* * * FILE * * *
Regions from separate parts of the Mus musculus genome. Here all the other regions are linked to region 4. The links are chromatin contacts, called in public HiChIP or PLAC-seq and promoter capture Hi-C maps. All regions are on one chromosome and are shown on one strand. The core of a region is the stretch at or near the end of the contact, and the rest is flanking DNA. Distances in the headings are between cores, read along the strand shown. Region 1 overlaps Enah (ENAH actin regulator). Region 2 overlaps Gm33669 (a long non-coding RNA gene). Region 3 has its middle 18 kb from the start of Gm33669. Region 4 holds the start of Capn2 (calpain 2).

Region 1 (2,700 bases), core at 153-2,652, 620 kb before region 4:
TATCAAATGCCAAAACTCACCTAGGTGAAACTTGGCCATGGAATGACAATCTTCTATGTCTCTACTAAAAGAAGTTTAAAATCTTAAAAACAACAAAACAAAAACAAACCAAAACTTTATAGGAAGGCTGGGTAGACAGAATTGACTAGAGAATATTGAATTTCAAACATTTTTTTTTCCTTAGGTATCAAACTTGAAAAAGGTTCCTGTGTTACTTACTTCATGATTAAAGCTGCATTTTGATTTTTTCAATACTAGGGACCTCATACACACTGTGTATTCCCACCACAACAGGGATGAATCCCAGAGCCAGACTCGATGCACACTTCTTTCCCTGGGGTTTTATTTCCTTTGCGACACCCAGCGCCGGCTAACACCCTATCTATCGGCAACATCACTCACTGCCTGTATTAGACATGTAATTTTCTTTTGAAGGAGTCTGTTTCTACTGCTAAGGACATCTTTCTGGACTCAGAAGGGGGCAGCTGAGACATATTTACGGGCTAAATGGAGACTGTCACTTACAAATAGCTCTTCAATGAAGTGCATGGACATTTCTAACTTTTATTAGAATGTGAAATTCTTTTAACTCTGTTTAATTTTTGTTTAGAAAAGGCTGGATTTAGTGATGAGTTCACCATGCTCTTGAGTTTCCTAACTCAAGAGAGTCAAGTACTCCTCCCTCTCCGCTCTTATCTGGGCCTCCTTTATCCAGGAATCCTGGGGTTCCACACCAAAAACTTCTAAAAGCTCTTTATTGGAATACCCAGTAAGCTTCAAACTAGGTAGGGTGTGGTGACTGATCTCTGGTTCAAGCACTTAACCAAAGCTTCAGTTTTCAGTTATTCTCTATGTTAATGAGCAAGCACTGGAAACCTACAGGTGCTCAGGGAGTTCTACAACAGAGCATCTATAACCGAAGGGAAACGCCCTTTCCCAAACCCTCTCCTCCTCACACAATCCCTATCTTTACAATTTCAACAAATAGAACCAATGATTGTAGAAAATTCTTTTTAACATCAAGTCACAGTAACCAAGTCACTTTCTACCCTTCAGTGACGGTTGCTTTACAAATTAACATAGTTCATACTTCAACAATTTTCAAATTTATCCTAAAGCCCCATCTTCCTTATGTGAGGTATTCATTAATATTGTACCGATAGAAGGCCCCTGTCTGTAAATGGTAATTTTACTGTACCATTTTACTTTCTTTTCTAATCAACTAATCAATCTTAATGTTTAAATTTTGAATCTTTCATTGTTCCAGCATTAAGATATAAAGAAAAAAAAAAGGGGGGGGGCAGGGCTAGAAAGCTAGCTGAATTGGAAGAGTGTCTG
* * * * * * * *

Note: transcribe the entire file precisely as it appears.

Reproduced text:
Regions from separate parts of the Mus musculus genome. Here all the other regions are linked to region 4. The links are chromatin contacts, called in public HiChIP or PLAC-seq and promoter capture Hi-C maps. All regions are on one chromosome and are shown on one strand. The core of a region is the stretch at or near the end of the contact, and the rest is flanking DNA. Distances in the headings are between cores, read along the strand shown. Region 1 overlaps Enah (ENAH actin regulator). Region 2 overlaps Gm33669 (a long non-coding RNA gene). Region 3 has its middle 18 kb from the start of Gm33669. Region 4 holds the start of Capn2 (calpain 2).

Region 1 (2,700 bases), core at 153-2,652, 620 kb before region 4:
TATCAAATGCCAAAACTCACCTAGGTGAAACTTGGCCATGGAATGACAATCTTCTATGTCTCTACTAAAAGAAGTTTAAAATCTTAAAAACAACAAAACAAAAACAAACCAAAACTTTATAGGAAGGCTGGGTAGACAGAATTGACTAGAGAATATTGAATTTCAAACATTTTTTTTTCCTTAGGTATCAAACTTGAAAAAGGTTCCTGTGTTACTTACTTCATGATTAAAGCTGCATTTTGATTTTTTCAATACTAGGGACCTCATACACACTGTGTATTCCCACCACAACAGGGATGAATCCCAGAGCCAGACTCGATGCACACTTCTTTCCCTGGGGTTTTATTTCCTTTGCGACACCCAGCGCCGGCTAACACCCTATCTATCGGCAACATCACTCACTGCCTGTATTAGACATGTAATTTTCTTTTGAAGGAGTCTGTTTCTACTGCTAAGGACATCTTTCTGGACTCAGAAGGGGGCAGCTGAGACATATTTACGGGCTAAATGGAGACTGTCACTTACAAATAGCTCTTCAATGAAGTGCATGGACATTTCTAACTTTTATTAGAATGTGAAATTCTTTTAACTCTGTTTAATTTTTGTTTAGAAAAGGCTGGATTTAGTGATGAGTTCACCATGCTCTTGAGTTTCCTAACTCAAGAGAGTCAAGTACTCCTCCCTCTCCGCTCTTATCTGGGCCTCCTTTATCCAGGAATCCTGGGGTTCCACACCAAAAACTTCTAAAAGCTCTTTATTGGAATACCCAGTAAGCTTCAAACTAGGTAGGGTGTGGTGACTGATCTCTGGTTCAAGCACTTAACCAAAGCTTCAGTTTTCAGTTATTCTCTATGTTAATGAGCAAGCACTGGAAACCTACAGGTGCTCAGGGAGTTCTACAACAGAGCATCTATAACCGAAGGGAAACGCCCTTTCCCAAACCCTCTCCTCCTCACACAATCCCTATCTTTACAATTTCAACAAATAGAACCAATGATTGTAGAAAATTCTTTTTAACATCAAGTCACAGTAACCAAGTCACTTTCTACCCTTCAGTGACGGTTGCTTTACAAATTAACATAGTTCATACTTCAACAATTTTCAAATTTATCCTAAAGCCCCATCTTCCTTATGTGAGGTATTCATTAATATTGTACCGATAGAAGGCCCCTGTCTGTAAATGGTAATTTTACTGTACCATTTTACTTTCTTTTCTAATCAACTAATCAATCTTAATGTTTAAATTTTGAATCTTTCATTGTTCCAGCATTAAGATATAAAGAAAAAAAAAAGGGGGGGGGCAGGGCTAGAAAGCTAGCTGAATTGGAAGAGTGTCTG